Voices from the Robert Flaherty Film Seminar
Sunday, April 1, 2018
The Flaherty Seminar is a vitally important part of the independent cinema ecology, even if sometimes it seems a little ridiculous.
I first attended the Seminar at Vassar College during the summer of 2001, when it was programmed by Kathy Geritz.
At the time, I lived in New York City, working odd jobs at Anthology Film Archives and the Film-Makers’ Cooperative, and co-programming the weekly Robert Beck Memorial Cinema film series with Bradley Eros.
As my professor at the University of California at Berkeley and as a programmer at the Pacific Film Archive, Geritz introduced me to avant-garde film. I deeply admired her, so I was flattered when she invited me (and my friend Luis Recoder) to attend the Flaherty Seminar and show one of my films as part of a midnight screening.
I knew very little about the Flaherty Seminar, but when I realized how many filmmakers, programmers, and scholars who had influenced me would also be there, I was excited to attend.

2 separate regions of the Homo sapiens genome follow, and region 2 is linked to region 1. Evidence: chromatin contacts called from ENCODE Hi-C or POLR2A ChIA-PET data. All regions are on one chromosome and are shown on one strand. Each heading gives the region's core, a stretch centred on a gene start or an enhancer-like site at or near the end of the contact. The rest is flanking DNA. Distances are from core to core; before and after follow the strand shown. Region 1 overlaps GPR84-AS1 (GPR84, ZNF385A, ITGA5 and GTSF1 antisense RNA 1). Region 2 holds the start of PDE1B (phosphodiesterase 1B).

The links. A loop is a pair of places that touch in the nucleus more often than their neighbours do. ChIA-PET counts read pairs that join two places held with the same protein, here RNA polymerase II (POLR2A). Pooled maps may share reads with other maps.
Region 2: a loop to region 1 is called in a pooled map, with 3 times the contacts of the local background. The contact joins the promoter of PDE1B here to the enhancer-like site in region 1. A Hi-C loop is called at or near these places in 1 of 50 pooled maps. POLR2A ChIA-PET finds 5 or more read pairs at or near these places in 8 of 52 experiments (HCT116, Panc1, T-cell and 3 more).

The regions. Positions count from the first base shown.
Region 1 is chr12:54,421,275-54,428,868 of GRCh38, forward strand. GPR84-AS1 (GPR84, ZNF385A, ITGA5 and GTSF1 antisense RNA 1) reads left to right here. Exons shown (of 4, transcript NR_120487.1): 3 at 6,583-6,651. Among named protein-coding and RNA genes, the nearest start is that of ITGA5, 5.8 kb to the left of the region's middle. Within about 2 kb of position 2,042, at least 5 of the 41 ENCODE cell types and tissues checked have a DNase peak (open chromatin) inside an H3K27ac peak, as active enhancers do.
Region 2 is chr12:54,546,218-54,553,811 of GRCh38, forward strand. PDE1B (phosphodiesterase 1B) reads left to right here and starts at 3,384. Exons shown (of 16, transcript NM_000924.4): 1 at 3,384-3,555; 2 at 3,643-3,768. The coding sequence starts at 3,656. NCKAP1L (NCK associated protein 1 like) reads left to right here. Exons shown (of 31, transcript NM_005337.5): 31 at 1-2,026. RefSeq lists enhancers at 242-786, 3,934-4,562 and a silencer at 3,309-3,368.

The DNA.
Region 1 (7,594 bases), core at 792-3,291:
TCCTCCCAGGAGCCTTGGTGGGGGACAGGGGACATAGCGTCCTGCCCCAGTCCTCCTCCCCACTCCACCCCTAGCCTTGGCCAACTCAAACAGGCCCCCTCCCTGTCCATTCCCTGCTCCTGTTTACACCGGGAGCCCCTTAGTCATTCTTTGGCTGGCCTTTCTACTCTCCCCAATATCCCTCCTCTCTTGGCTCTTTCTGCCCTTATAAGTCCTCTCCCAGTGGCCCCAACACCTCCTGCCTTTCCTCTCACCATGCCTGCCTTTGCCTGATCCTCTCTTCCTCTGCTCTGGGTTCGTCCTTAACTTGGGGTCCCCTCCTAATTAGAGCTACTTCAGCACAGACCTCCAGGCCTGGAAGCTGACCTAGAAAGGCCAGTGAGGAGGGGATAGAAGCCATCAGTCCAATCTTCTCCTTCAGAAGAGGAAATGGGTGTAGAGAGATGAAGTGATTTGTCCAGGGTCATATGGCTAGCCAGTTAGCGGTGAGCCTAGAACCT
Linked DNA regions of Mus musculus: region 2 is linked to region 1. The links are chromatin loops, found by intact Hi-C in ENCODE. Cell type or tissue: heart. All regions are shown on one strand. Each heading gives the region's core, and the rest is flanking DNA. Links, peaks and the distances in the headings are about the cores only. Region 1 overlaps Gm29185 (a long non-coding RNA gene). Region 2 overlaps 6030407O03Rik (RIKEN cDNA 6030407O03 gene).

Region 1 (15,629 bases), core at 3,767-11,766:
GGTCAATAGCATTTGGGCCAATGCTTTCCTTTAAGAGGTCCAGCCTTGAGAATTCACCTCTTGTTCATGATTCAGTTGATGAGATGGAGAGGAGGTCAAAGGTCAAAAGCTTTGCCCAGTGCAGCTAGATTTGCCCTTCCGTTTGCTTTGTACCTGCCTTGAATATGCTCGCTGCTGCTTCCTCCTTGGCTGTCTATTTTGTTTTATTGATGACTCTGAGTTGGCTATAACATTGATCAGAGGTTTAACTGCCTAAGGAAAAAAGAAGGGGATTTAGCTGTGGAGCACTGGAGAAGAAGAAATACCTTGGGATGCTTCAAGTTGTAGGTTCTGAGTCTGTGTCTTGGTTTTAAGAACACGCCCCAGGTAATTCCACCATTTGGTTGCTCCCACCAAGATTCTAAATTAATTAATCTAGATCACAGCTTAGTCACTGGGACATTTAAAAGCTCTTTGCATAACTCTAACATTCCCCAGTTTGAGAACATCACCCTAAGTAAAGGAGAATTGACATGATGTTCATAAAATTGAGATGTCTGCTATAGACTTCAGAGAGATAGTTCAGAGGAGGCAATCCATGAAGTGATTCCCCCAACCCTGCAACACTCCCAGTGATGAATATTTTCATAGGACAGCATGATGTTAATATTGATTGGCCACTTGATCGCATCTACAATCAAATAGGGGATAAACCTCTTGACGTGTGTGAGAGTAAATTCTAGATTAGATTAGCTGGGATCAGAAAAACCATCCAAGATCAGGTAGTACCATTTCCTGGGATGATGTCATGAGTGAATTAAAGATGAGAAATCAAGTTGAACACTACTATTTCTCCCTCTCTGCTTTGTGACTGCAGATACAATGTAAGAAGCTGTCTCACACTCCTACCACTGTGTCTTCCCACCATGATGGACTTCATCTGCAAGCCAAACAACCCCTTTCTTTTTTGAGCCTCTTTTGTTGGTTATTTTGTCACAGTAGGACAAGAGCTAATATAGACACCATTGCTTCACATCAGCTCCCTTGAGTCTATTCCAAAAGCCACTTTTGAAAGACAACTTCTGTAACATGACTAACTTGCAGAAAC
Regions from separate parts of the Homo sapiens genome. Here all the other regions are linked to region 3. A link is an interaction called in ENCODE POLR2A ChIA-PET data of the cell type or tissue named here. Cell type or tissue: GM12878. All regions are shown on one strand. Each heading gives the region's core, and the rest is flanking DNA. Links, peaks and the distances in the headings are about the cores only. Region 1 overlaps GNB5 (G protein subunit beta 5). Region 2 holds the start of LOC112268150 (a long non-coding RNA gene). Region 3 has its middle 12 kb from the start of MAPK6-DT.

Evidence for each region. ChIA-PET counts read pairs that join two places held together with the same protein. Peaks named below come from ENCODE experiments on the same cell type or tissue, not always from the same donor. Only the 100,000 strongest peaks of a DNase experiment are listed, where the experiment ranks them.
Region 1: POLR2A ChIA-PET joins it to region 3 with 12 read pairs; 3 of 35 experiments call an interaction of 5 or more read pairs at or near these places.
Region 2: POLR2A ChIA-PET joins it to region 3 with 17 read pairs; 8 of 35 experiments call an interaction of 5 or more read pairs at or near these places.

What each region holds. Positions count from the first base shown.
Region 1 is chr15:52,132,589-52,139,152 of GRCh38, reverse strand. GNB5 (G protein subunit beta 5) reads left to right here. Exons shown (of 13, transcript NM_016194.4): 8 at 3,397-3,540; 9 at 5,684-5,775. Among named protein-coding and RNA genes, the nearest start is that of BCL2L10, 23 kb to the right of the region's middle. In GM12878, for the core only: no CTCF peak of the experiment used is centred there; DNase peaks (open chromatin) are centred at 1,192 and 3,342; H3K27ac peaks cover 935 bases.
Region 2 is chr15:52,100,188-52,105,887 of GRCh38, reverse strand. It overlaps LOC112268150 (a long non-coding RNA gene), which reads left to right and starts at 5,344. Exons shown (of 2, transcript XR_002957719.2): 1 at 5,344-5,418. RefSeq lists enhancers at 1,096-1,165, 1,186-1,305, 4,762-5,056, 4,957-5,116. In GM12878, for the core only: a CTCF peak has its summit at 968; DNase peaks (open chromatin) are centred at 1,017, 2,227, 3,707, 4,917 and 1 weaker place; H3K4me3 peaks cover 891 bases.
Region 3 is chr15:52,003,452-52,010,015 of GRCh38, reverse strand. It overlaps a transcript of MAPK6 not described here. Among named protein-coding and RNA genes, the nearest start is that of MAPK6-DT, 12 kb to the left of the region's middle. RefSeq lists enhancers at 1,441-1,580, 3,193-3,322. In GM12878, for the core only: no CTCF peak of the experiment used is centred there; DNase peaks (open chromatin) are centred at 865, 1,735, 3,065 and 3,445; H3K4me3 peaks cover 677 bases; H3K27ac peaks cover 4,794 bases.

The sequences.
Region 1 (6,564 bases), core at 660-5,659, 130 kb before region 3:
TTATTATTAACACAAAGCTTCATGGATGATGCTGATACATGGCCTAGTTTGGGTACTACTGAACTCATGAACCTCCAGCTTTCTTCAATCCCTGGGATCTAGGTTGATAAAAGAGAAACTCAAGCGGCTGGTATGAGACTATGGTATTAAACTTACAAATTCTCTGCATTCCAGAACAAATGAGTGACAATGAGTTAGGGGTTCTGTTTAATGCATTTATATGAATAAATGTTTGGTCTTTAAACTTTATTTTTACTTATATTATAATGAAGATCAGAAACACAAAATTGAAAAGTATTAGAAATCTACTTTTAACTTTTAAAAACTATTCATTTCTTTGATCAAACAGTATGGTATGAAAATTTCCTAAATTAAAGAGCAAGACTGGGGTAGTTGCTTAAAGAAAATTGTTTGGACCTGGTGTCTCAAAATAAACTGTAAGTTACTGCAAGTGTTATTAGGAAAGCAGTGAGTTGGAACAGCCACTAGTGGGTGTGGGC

I chose to show a rough collection of home movies, outtakes, and film scraps I called Arcadia, or an Eclectic History of the American Century. It was inspired by Jack Chambers’ Hart of London (1970) and a collection of films by John Ryder that I had seen at the Total Mobile Home microcinema in San Francisco.
When I arrived at Vassar, the unusual mix of attendees intrigued me. I knew many from the avant-garde film community, but I’d had limited experience of the documentary and activist film communities that were significant parts of the Flaherty audience.
I soon realized that the participants held many different ideas about the purpose of filmmaking and what makes a film valuable. Those differences led to some fruitful conversations, but also some frustrating ones.
Some participants expanded my own rather blinkered perspectives on filmmaking, programming, and scholarship. At the time, I fetishized film, to the point that I resisted video. I was deeply committed to the idea that art and activism were not compatible. Of course, I was wrong on both counts. The Flaherty Seminar helped me understand why.